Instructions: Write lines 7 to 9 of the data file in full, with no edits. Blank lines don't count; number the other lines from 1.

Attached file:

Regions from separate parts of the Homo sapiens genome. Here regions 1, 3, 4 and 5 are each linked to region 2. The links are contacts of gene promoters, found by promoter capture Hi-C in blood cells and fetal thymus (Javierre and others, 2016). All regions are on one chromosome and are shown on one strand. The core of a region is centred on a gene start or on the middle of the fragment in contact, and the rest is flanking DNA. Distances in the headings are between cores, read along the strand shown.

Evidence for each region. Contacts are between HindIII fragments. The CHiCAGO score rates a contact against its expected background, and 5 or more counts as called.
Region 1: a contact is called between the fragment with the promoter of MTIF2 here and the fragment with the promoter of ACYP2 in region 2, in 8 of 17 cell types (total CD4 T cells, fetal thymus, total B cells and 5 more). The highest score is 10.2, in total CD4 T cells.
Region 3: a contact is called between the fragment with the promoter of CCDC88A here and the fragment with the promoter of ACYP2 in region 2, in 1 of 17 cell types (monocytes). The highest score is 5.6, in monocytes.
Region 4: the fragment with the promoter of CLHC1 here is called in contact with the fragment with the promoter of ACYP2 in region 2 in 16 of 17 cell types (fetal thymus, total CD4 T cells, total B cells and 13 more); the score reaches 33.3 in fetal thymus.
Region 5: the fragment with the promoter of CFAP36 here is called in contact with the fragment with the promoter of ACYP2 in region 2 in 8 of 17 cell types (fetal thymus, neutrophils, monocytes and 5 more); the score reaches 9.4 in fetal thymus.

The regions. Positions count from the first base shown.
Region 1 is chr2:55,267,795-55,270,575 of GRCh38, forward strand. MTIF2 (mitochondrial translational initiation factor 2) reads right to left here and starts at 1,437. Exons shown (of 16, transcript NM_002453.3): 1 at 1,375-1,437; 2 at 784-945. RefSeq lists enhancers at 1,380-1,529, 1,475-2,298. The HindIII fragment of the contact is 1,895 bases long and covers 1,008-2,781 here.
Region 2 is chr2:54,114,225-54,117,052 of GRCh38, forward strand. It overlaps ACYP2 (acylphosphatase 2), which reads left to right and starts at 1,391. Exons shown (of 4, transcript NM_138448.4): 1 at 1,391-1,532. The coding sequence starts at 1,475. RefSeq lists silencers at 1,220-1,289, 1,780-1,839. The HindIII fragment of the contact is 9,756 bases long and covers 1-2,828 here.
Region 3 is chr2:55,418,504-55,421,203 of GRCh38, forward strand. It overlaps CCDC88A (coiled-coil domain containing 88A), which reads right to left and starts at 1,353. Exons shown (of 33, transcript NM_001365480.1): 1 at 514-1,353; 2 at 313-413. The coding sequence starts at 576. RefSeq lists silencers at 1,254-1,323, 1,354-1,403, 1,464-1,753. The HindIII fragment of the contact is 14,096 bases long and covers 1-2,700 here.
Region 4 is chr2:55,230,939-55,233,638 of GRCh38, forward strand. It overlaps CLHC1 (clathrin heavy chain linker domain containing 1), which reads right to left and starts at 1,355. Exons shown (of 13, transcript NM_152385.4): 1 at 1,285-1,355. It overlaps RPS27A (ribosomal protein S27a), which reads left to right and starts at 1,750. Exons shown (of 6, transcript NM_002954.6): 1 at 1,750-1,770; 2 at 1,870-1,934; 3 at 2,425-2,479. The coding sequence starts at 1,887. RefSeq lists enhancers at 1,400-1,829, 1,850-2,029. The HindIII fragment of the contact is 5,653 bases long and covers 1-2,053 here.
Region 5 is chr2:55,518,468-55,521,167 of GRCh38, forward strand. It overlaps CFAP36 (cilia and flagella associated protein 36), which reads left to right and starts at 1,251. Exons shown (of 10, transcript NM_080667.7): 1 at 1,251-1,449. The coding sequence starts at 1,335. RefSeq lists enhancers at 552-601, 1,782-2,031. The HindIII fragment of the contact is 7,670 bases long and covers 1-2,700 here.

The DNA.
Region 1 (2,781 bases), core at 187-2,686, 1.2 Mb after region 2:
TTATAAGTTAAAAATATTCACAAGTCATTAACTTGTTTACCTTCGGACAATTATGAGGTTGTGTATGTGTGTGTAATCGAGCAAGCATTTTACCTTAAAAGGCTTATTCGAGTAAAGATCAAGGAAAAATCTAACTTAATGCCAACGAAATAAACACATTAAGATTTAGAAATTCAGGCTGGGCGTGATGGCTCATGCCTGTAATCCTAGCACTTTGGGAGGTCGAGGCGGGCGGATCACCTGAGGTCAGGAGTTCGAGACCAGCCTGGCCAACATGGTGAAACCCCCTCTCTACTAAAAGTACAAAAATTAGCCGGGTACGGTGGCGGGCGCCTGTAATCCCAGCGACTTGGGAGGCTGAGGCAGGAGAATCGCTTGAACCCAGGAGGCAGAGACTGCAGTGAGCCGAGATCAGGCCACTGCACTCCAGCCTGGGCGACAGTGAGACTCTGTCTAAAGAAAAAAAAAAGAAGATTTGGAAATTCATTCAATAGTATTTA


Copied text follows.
The regions. Positions count from the first base shown.
Region 1 is chr2:55,267,795-55,270,575 of GRCh38, forward strand. MTIF2 (mitochondrial translational initiation factor 2) reads right to left here and starts at 1,437. Exons shown (of 16, transcript NM_002453.3): 1 at 1,375-1,437; 2 at 784-945. RefSeq lists enhancers at 1,380-1,529, 1,475-2,298. The HindIII fragment of the contact is 1,895 bases long and covers 1,008-2,781 here.
Region 2 is chr2:54,114,225-54,117,052 of GRCh38, forward strand. It overlaps ACYP2 (acylphosphatase 2), which reads left to right and starts at 1,391. Exons shown (of 4, transcript NM_138448.4): 1 at 1,391-1,532. The coding sequence starts at 1,475. RefSeq lists silencers at 1,220-1,289, 1,780-1,839. The HindIII fragment of the contact is 9,756 bases long and covers 1-2,828 here.